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Title: Hydrologic risk from consecutive dry and wet extremes at the global scale

Dry and wet extremes (i.e., droughts and floods) are the costliest hydrologic hazards for infrastructure and socio-environmental systems. Being closely interconnected and interdependent extremes of the same hydrological cycle, they often occur in close succession with the potential to exacerbate hydrologic risks. However, traditionally this is ignored and both hazards are considered separately in hydrologic risk assessments; this can lead to an underestimation of critical infrastructure risks (e.g., dams, levees, dikes, and reservoirs). Here, we identify and characterize consecutive dry and wet extreme (CDW) events using the Standardized Precipitation Evapotranspiration Index, assess their multi-hazard hydrologic risks employing copula models, and investigate teleconnections with large-scale climate variability. We identify hotspots of CDW events in North America, Europe, and Australia where the total numbers of CDW events range from 20 to 30 from 1901 to 2015. Decreasing trends in recovery time (i.e., time between termination of dry extreme and onset of wet extreme) and increasing trends in dry and wet extreme severities reveal the intensification of CDW events over time. We quantify that the joint exceedance probabilities of dry and wet extreme severities equivalent to 50-year and 100-year univariate return periods increase by several folds (up to 20 and 54 for more » 50-year and 100-year return periods, respectively) when CDW events and their associated dependence are considered compared to their independent and isolated counterparts. We find teleconnections between CDW and Niño3.4; at least 80% of the CDW events are causally linked to Niño3.4 at 50% of the grid locations across the hotspot regions. This study advances the understanding of multi-hazard hydrologic risks from CDW events and the presented results can aid more robust planning and decision-making.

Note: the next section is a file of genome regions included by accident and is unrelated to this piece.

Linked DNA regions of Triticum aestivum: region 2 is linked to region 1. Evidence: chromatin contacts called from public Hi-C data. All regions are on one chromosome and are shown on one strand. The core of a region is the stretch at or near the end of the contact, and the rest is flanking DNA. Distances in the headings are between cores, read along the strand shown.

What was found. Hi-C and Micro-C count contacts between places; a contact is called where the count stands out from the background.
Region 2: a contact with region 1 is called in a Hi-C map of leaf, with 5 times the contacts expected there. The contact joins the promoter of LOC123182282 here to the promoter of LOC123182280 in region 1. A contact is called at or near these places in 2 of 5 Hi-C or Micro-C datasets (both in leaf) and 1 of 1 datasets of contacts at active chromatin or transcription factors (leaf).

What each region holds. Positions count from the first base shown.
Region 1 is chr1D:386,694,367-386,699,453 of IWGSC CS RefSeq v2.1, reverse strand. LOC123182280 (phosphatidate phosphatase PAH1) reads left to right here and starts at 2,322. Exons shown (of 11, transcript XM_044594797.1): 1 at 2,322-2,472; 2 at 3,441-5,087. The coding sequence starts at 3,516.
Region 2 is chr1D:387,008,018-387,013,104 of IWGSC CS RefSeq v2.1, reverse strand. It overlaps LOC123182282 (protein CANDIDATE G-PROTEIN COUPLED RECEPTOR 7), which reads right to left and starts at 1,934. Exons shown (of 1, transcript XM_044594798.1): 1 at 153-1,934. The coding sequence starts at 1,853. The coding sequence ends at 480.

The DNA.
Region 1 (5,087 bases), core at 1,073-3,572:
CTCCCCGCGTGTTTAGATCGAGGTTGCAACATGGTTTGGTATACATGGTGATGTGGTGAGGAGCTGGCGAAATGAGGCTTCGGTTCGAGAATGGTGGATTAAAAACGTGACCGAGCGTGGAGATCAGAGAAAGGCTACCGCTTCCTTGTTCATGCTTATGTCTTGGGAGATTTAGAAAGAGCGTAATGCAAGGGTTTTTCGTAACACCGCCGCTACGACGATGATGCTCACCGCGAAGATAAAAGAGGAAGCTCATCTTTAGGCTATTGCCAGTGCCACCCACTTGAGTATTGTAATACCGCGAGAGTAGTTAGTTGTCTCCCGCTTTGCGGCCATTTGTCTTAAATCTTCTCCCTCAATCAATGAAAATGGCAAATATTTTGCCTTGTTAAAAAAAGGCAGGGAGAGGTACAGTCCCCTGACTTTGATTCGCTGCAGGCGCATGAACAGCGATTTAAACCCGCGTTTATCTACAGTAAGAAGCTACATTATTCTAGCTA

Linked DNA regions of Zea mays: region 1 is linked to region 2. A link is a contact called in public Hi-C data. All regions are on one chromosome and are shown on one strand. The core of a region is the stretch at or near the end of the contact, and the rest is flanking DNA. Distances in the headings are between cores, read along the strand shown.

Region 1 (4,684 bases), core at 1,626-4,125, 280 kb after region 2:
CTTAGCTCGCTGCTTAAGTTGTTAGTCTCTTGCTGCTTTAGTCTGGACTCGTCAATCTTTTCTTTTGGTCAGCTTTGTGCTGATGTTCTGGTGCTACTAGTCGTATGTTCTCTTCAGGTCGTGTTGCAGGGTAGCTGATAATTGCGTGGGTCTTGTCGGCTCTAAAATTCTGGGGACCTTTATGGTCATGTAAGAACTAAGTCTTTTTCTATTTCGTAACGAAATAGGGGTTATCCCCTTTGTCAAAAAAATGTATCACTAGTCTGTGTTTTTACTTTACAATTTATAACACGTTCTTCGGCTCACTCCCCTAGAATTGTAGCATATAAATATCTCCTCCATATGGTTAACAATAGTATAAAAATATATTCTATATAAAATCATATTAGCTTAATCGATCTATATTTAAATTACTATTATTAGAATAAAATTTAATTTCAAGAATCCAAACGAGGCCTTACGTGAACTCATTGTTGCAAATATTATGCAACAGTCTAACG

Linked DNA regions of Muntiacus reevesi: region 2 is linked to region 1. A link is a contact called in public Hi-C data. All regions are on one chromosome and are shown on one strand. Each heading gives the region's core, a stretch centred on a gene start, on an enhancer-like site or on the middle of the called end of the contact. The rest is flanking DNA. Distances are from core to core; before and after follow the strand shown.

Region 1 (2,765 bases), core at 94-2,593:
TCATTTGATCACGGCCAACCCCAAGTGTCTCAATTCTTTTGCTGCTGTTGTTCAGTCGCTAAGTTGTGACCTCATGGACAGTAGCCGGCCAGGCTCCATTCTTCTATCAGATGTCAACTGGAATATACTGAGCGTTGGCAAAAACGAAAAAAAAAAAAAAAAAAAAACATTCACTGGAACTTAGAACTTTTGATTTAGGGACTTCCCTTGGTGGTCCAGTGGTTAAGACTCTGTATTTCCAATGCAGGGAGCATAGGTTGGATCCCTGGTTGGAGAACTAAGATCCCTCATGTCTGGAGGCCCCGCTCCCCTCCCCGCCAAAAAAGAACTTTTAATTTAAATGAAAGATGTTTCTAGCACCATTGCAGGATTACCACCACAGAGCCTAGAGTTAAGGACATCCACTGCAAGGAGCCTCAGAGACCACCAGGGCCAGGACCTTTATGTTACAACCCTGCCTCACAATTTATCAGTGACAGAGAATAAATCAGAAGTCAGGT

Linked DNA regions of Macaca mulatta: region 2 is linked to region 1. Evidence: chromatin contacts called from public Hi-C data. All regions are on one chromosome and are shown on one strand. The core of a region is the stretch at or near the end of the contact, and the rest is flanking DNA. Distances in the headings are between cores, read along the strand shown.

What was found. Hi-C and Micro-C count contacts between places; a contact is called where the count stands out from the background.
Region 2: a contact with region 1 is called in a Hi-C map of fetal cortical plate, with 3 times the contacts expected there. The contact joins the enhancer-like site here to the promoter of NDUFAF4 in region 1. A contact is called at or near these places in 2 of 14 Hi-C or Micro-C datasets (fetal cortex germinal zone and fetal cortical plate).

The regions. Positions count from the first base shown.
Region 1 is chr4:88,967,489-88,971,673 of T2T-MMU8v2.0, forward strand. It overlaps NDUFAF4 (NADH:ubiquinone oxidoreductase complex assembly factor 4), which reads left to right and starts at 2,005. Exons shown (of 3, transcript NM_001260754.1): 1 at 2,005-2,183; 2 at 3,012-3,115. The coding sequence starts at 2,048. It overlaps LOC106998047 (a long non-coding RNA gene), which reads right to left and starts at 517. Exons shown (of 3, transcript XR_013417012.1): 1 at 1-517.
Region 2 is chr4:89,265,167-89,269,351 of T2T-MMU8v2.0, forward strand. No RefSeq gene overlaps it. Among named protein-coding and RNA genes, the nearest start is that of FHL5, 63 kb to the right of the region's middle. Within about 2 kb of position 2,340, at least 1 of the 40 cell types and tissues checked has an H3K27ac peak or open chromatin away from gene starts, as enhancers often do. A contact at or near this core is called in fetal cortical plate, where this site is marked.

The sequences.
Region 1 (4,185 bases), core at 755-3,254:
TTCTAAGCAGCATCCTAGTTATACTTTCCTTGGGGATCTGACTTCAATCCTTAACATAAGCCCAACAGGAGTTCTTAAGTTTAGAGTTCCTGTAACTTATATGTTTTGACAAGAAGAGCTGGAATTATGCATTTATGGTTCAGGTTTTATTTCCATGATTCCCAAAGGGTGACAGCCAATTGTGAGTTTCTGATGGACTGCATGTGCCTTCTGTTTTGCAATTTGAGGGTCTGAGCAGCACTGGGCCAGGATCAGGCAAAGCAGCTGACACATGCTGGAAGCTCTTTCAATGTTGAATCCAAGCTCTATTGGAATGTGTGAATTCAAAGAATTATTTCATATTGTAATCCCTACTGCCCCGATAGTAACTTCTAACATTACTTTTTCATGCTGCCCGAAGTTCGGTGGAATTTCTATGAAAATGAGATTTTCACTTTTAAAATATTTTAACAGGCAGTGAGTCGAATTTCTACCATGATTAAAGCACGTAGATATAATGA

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Publication Date:
Journal Name:
Environmental Research Communications
Page Range or eLocation-ID:
Article No. 071001
IOP Publishing
Sponsoring Org:
National Science Foundation
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